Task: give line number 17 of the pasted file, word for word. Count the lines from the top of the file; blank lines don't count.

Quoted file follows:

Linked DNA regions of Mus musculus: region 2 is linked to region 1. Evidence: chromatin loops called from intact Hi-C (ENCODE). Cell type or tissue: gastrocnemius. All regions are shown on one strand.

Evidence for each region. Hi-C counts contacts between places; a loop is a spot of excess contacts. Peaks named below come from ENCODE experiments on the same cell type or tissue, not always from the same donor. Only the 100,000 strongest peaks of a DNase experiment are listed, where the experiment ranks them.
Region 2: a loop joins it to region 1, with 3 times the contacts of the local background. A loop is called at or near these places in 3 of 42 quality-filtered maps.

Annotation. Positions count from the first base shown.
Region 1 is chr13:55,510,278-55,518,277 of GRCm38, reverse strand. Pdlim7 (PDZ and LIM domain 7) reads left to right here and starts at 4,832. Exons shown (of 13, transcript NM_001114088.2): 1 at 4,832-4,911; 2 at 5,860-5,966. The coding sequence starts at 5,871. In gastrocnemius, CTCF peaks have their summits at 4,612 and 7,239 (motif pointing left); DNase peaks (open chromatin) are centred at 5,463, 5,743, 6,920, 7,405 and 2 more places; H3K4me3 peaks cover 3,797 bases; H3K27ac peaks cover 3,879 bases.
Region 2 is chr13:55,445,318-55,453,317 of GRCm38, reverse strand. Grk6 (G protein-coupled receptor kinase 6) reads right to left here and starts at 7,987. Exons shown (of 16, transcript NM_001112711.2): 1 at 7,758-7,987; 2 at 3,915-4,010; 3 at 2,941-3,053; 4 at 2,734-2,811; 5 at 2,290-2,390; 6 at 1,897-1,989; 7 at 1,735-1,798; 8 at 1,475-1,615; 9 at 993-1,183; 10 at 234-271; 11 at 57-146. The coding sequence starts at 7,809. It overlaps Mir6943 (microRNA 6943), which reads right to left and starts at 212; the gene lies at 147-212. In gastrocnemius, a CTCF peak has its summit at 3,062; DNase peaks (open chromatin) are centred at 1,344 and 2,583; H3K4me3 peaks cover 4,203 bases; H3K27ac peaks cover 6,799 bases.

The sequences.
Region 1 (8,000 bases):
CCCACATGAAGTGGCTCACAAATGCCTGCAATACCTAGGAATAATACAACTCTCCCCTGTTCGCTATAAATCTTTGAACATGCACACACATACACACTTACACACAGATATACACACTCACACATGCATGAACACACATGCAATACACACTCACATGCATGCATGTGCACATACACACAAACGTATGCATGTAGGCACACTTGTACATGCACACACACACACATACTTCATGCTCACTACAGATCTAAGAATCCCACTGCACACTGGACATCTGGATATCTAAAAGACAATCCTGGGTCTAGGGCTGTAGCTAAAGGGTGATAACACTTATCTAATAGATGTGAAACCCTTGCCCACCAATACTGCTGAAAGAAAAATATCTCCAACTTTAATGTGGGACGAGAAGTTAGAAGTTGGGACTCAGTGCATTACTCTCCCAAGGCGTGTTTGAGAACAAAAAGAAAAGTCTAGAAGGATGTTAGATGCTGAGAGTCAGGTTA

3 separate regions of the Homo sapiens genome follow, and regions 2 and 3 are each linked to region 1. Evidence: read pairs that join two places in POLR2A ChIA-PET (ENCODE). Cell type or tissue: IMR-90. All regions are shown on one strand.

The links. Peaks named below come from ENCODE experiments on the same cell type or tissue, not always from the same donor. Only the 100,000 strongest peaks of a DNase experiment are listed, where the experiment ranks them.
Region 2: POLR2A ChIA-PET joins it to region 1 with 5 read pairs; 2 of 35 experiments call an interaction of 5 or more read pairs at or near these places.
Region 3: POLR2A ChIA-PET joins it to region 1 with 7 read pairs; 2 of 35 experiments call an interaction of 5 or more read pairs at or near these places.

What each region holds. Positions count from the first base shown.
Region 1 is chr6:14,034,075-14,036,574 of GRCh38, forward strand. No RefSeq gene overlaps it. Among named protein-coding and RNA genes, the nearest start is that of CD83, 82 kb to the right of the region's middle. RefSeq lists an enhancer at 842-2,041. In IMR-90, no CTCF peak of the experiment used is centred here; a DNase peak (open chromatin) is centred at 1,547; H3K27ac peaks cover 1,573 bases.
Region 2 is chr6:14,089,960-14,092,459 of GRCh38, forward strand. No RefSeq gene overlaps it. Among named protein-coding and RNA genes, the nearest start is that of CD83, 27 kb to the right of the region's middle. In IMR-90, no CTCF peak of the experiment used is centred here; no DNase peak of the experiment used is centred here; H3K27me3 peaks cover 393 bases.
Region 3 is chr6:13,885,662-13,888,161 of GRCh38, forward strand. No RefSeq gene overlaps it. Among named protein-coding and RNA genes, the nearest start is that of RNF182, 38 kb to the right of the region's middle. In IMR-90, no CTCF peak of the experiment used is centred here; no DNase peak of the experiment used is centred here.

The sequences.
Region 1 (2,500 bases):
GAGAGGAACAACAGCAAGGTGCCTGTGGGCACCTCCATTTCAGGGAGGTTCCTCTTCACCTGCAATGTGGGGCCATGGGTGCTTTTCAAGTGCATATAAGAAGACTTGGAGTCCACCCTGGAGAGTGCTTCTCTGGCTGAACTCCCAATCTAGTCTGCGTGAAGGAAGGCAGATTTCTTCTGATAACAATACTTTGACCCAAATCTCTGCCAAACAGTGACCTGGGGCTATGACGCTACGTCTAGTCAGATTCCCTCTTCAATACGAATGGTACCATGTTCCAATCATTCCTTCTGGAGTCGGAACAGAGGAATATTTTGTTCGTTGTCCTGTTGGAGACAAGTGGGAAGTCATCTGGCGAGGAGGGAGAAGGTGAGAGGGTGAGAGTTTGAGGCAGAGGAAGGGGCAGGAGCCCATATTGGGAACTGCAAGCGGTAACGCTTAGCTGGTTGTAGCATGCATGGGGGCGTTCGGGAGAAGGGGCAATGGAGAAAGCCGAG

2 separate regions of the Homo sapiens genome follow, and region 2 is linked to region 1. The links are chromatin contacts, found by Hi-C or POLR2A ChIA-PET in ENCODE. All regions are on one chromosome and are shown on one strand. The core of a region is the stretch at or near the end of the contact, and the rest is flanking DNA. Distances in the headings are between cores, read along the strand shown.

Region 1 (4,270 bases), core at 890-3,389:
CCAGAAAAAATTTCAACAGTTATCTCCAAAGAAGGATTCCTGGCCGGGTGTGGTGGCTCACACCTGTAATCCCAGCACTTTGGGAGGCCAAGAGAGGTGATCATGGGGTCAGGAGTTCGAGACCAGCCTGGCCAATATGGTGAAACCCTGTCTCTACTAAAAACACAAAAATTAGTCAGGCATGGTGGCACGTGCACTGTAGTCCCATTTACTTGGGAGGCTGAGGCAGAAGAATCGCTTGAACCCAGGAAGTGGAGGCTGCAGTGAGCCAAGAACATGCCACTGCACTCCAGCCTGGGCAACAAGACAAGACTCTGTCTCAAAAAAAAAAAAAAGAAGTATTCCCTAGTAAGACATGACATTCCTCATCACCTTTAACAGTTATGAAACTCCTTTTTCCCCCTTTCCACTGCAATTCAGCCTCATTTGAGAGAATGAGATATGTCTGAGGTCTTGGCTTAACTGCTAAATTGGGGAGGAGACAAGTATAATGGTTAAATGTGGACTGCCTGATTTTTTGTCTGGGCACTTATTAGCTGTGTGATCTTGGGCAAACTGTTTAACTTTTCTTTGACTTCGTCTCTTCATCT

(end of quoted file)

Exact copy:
Region 3 is chr6:13,885,662-13,888,161 of GRCh38, forward strand. No RefSeq gene overlaps it. Among named protein-coding and RNA genes, the nearest start is that of RNF182, 38 kb to the right of the region's middle. In IMR-90, no CTCF peak of the experiment used is centred here; no DNase peak of the experiment used is centred here.